Adam:  On the whole yes, but it can be a lot of hard and intensive work without much reward. Don’t even think about the hourly rate. But it is very rewarding in terms of seeing your book in print, on the shelves and being read.


Top tips for potential freelance book authors

  • Be tough on your idea – destruction test it before you take the plunge.
  • Know your stuff and choose your market
    But be prepared to be flexible and tackle other subject areas.
  • Be clear about what you want from the project
  • Weigh up the wider benefits
    Something may not pay fantastically, but it can be worth doing to raise your profile or increase your cachet.
  • Be prepared to market your book yourself
    Not all publishers get behind books in the way you think they might. Use your contacts; use social media; offer extracts. You will care more about your book than anyone. And if you’re on a royalty, then it’s worth your while pushing.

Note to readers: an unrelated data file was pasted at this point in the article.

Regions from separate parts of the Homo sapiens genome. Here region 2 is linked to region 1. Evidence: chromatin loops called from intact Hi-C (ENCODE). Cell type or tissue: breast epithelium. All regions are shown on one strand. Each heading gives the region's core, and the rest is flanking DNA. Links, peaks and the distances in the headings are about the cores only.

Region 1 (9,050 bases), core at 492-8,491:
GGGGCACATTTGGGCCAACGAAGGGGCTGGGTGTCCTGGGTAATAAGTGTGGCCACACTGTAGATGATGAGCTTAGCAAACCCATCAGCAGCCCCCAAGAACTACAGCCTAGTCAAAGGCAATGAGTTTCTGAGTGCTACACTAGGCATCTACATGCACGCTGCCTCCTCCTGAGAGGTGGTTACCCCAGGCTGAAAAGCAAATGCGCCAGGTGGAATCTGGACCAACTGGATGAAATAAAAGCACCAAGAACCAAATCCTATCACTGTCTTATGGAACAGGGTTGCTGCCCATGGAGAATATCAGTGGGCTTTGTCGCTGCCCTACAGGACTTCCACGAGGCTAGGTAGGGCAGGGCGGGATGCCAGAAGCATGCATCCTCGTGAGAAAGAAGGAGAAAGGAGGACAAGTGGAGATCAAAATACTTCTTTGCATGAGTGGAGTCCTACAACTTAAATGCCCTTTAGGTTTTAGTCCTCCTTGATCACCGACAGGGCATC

• Consider ebooks
    The process looks daunting but it is just a matter of approaching things in a new way and having some patience. This also gives you the opportunity to turn longer articles that are not book length into short books – Adam and I do it with our Sports Shorts ebooks, and The Guardian and The Atlantic Review are among the news organisations publishing short form books and collections of articles as ebooks.
  • Don’t take rejection to heart
    Be thick skinned – as a journo you should have this ready grown.

November 26, 2012

Paperback writers: how to move into freelance book writing #1

They say everyone has one novel inside them and, given the number of creative writing degree courses on offer, there’s a lucrative market in encouraging people to excavate it.

But a more realistic course for freelance journalists is a non-fiction book – probably on one of their specialist beat topics, such as sport or business.

This week we’re looking at the experiences of three freelance journalists who made the jump to paperback writer – how they did it and what skills they needed, plus a set of tips for anyone else who fancies giving it a go.